• Dependence is often understood as mere absence of independence. However, this is not true, since a measure of independence only provides a binary answer whereas a measure of dependence is expected to quantify the strength of how two variables are related. The two most popular measures of dependence are correlation and mutual information. However, correlation only captures linear relationship whereas mutual information is difficult to estimate in practice. Moreover, although most of the available dependence measures explains what dependence is in the context of two random variables - often following the postulates proposed by Renyi - the corresponding estimators do not provide an intuitive understanding of what makes a set of realizations dependent. My research focuses on developing new understanding of dependence in the context of realizations in arbitrary metric spaces, and establish new estimators of dependence for practical applications such as variable selection, and assessing dependence between more exotic signals, such as between sets of spike train observations.
  • Conditional independence measure
    • A measure of conditional independence is a statistic of three random variables that assumes zero value if and only if the random variables are conditionally independent. Detecting conditional independence is a similar but slightly difficult problem than detecting just independence, since it requires estimating the conditional probability law. An application of such measures if Granger non-causal inference. A time series is said to not cause another time series, if given the past values of the latter time series, its present value if conditionally independent of the past values of the former time series. However, due to the difficulty of estimating conditional independence, in practice, Granger causality only deals with causality in mean. My research focus on designing measures of conditional independence to infer Granger non-causality by considering the entire probability law and not just the mean.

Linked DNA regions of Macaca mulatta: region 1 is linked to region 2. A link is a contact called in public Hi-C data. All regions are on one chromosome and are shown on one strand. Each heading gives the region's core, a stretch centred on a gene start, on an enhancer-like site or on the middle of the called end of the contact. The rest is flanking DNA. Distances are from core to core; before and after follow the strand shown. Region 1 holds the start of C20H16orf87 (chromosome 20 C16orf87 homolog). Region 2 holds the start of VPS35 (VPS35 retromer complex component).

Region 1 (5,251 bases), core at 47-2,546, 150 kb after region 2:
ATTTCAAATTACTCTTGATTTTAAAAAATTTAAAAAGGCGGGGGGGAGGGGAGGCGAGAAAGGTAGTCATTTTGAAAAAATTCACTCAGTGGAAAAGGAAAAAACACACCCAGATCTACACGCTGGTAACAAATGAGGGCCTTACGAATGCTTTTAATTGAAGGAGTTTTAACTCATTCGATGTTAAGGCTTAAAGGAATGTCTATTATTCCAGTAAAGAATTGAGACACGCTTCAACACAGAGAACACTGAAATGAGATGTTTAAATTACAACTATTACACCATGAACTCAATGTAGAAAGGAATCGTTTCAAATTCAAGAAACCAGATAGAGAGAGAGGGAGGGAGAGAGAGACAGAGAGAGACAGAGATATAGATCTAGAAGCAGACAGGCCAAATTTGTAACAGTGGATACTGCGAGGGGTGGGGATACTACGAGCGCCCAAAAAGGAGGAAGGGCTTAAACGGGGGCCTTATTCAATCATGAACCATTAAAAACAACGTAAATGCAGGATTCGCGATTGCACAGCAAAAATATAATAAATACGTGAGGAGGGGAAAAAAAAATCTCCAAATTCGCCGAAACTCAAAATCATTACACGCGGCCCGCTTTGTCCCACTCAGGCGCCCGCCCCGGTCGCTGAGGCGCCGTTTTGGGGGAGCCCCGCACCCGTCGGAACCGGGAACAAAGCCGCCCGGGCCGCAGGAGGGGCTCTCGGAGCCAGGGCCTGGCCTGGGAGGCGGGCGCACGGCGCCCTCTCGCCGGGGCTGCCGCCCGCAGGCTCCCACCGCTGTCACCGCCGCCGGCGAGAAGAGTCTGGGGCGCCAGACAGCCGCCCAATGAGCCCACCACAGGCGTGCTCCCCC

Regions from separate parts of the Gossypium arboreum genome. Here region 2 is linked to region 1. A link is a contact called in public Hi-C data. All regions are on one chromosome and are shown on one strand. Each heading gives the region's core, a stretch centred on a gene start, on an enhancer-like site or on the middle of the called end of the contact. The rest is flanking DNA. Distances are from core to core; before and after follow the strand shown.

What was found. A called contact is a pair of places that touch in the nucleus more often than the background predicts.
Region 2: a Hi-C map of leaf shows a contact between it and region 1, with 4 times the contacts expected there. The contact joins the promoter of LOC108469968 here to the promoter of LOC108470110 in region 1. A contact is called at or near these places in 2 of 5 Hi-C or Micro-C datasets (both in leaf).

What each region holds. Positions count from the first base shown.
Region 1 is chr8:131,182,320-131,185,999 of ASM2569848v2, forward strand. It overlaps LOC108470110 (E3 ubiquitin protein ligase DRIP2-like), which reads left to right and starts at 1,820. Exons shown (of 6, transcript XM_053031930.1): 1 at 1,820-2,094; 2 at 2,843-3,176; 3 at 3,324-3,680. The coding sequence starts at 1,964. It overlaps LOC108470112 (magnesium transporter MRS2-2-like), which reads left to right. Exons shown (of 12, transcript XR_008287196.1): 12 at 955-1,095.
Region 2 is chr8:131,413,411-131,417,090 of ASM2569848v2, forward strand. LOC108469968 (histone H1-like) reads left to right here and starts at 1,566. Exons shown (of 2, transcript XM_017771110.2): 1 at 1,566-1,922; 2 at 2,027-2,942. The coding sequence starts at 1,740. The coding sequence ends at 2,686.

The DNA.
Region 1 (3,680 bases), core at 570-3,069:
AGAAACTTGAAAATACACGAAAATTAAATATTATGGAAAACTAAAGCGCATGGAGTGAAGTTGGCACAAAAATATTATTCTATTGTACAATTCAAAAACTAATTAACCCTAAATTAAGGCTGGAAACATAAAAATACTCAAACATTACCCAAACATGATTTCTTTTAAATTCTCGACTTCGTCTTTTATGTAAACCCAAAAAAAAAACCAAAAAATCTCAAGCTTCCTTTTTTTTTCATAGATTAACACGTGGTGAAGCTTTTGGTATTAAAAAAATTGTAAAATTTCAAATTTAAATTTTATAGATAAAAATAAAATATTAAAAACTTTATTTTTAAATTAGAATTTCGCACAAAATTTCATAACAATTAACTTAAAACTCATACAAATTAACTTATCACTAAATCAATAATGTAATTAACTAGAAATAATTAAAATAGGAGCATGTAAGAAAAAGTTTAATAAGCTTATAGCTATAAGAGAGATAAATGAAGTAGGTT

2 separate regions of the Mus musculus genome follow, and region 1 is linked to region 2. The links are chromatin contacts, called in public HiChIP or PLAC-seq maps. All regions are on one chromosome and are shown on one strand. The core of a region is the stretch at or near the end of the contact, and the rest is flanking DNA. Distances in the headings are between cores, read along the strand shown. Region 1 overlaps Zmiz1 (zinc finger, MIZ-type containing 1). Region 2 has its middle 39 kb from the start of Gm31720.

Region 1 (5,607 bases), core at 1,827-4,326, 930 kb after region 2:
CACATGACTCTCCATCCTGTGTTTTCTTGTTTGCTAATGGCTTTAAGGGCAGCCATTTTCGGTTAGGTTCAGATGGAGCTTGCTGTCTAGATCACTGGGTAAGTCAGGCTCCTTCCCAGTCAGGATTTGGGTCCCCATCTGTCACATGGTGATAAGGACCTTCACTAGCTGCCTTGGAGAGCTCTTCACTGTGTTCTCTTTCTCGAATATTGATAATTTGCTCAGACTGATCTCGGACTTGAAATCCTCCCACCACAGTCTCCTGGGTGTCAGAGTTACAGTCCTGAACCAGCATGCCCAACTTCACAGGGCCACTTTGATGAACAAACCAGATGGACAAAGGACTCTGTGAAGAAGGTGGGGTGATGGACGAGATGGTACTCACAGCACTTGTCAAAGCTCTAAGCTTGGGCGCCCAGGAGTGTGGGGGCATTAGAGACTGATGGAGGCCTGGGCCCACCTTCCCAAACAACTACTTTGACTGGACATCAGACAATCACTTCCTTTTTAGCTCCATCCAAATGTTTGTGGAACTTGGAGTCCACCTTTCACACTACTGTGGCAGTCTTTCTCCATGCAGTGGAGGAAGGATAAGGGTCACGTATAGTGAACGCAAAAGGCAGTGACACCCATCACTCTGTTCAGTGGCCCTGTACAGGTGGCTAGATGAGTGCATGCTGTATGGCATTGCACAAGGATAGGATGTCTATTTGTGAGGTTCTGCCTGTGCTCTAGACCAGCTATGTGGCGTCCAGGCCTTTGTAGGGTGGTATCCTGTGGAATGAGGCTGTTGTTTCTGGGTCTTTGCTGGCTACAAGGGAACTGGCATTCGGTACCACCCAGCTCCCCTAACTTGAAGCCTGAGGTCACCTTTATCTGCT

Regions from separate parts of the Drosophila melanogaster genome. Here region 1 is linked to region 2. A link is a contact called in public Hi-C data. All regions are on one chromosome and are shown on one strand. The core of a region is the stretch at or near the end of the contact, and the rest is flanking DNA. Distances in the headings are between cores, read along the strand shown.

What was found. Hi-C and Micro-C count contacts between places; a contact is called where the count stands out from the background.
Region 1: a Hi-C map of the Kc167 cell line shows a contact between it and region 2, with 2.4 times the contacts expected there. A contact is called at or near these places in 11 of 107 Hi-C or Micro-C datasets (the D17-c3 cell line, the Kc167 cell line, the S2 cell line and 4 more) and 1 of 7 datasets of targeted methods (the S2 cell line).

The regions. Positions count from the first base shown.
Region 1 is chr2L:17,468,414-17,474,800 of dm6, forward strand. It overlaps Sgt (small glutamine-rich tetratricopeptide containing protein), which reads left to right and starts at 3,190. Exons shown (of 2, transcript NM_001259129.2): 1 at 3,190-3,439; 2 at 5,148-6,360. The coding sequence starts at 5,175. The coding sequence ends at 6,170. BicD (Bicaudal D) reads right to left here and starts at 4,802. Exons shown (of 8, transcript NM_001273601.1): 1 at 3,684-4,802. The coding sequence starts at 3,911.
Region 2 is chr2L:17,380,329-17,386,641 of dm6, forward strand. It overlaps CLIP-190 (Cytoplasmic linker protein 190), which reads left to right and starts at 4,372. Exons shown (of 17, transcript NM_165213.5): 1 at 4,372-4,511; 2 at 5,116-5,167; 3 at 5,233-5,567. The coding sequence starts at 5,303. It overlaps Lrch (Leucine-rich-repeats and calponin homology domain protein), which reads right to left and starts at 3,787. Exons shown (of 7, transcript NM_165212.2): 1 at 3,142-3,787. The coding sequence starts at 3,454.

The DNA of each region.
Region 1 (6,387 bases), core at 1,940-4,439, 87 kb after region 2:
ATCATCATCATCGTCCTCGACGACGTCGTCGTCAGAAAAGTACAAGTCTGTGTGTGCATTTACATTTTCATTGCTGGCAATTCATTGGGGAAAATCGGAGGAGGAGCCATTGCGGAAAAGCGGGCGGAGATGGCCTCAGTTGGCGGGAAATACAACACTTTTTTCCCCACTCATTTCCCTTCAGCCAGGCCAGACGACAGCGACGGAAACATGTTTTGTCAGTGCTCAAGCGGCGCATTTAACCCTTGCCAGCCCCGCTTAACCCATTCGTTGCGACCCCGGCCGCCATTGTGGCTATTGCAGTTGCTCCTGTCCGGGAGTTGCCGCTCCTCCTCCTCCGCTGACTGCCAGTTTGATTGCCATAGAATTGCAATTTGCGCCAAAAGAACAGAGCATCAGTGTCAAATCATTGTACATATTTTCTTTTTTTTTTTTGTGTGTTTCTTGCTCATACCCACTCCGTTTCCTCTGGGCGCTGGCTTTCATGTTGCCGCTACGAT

• Conditional dependence measure
    • Similar to the concept of dependence, conditional dependence captures the strength of relationship between two variables given the value of a third random variable. A typical application of this concept if to quantify causal flow in a network, i.e., given the value of the rest of the nodes how much one node causally drives another.  The most popular measure of conditional dependence is conditional mutual information. However, it is difficult to estimate. My research focuses on building efficient, parameter-free estimators of conditional dependence to quantify causal flow.

  • Divergence measure
    • A measure of divergence is a function of two probability laws that is zero if and only if the probability laws are the same. I am interested in estimating divergence between two point processes which can be treated as probability laws over space of spike trains. A typical application of such measures is non-stationary detection. However, the difficulty of constructing such measures is that the space of spike trains lack Euclidean structure. My research focuses on designing efficient divergence measures that bypasses this inherent difficulty.
  • Kernel design
    • A related problem is designing strictly positive definite kernels on the space of spike trains since such kernels inherently lead to a measure of divergence, and once again, the difficulty is the lack of Euclidean structure of such space. Another application of such kernels is neural decoding which is essentially a regression problem from spike train observation to the real line, and therefore, can be solved using kernel ridge regression. However, from an application perspective the kernels need to be simpler to evaluate and a good similarity measure. My research focuses on designing kernels on spike trains that satisfy these desired aspects.